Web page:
Omnis sold ACM cladding to Harley Facades, which was responsible for installing it.
Friday June 16, 2017
By Rob Davies
Exclusive: Omnis Exteriors asked to supply cladding £2 cheaper a square metre than fire-resistant type, investigation finds
Fire service personnel survey the damage inside Grenfell Tower. Photograph: Rick Findler/PA
Material used in the cladding that covered the Grenfell Tower was the cheaper, more flammable version of the two available options, an investigation of the supply chain has confirmed.
Omnis Exteriors manufactured the aluminium composite material (ACM) used in the cladding, a director, John Cowley, confirmed to the Guardian.
He also said Omnis had been asked to supply Reynobond PE cladding, which is £2 cheaper per square metre than the alternative Reynobond FR, which stands for “fire resistant”.
“We supplied components for a system created by the design and build team on that project,” said Cowley.
Harley Facades confirmed it had installed the panels bought from Omnis in the work it performed on Grenfell Tower.
Construction firm Rydon Maintenance was the lead contractor on the project but sub-contracted elements of the work to smaller companies, including Harley.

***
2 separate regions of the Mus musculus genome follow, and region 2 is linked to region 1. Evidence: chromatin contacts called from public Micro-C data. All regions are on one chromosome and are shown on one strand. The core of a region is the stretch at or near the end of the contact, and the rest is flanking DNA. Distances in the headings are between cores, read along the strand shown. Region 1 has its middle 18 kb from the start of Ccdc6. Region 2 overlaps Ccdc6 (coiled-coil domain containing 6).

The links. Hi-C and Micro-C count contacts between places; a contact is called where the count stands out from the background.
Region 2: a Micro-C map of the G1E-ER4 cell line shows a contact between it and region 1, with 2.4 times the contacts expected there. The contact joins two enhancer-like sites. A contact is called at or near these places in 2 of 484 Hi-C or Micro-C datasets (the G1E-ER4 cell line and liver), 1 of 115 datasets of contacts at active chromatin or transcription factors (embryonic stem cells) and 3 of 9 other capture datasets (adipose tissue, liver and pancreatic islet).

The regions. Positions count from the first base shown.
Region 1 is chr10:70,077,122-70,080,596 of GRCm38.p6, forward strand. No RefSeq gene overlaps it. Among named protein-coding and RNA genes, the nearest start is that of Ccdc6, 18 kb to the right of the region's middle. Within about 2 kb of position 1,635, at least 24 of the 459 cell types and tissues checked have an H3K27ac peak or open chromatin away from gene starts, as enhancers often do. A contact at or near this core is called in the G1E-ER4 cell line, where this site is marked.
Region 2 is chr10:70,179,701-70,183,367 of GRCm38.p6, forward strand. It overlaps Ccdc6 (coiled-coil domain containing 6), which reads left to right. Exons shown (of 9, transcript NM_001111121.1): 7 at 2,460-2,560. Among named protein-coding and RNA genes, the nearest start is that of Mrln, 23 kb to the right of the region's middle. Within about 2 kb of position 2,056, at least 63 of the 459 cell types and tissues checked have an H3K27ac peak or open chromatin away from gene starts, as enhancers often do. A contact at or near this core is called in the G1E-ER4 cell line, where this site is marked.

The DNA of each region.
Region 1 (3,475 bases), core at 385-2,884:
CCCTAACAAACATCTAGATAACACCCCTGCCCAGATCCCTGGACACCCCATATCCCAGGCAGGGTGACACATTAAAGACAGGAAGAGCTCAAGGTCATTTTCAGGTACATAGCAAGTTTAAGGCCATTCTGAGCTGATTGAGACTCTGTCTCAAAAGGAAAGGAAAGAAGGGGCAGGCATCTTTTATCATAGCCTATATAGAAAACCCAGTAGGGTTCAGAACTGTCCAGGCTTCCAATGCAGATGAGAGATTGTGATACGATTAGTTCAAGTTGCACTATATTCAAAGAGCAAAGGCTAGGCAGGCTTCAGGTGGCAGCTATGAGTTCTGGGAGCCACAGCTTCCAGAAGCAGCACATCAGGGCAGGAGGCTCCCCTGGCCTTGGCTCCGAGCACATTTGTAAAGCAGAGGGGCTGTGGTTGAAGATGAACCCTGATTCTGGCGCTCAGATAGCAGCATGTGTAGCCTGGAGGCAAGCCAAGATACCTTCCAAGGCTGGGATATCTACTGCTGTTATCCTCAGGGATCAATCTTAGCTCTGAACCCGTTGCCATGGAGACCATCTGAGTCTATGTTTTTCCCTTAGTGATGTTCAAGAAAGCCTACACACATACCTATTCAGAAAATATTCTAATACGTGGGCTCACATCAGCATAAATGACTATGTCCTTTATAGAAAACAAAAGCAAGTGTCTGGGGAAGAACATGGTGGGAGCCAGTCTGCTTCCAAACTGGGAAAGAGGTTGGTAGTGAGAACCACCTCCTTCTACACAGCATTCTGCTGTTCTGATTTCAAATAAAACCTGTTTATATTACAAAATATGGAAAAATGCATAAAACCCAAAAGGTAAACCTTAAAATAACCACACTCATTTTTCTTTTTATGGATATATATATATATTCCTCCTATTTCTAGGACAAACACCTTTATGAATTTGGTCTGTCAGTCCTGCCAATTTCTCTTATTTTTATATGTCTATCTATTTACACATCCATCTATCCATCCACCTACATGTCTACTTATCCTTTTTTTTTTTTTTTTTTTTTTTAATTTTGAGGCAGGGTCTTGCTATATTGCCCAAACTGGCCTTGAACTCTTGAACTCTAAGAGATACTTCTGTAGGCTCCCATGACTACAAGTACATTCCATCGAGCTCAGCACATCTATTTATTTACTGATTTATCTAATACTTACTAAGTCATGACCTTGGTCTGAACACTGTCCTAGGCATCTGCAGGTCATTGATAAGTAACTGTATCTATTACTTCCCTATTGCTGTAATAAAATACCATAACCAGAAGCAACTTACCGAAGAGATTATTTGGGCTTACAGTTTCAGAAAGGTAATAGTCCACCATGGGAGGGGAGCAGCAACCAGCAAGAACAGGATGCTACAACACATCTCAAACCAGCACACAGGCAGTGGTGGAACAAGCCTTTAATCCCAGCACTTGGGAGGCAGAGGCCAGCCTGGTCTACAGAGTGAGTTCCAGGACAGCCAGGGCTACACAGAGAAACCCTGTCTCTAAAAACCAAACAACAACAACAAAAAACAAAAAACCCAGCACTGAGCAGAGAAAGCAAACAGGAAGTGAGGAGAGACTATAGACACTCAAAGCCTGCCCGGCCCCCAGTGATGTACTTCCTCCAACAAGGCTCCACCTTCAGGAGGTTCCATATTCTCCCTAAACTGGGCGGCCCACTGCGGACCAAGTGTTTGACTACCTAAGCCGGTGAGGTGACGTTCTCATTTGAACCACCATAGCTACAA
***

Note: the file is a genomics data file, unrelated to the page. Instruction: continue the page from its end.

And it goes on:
The supply chain was revealed in filings at Companies House that reveal CEP Architectural Facades – which has since been bought by the Worcester-based Omnis – was a supplier to Harley Facades’ sister company, Harley Curtain Wall.
CEP’s name appears on a list of firms that were owed money when Harley Curtain Wall collapsed into administration in 2015.
CEP is owned by Omnis Exteriors, which describes itself as a “leading UK manufacturer and supplier of exterior building products and systems”.
Its website states: “With almost 400 multi-storey projects completed, you know that you are in good hands.”
The website also says Omnis manufactures cladding at a workshop in St Helens and has supplied dozens of building projects around the country.
It reported a profit of £1.2m last year, the same year in which the ACM it supplied was installed on Grenfell Tower.
The company also paid a dividend of £950,000 to its sole shareholder, an investment group specialising in construction companies called Xerxes Equity.
The chairman of Xerxes and its largest shareholder is the corporate grandee Tony Rice, who is a former chief executive of the telecoms multinational Cable & Wireless and is also a trustee of the housing charity Shelter.
More to follow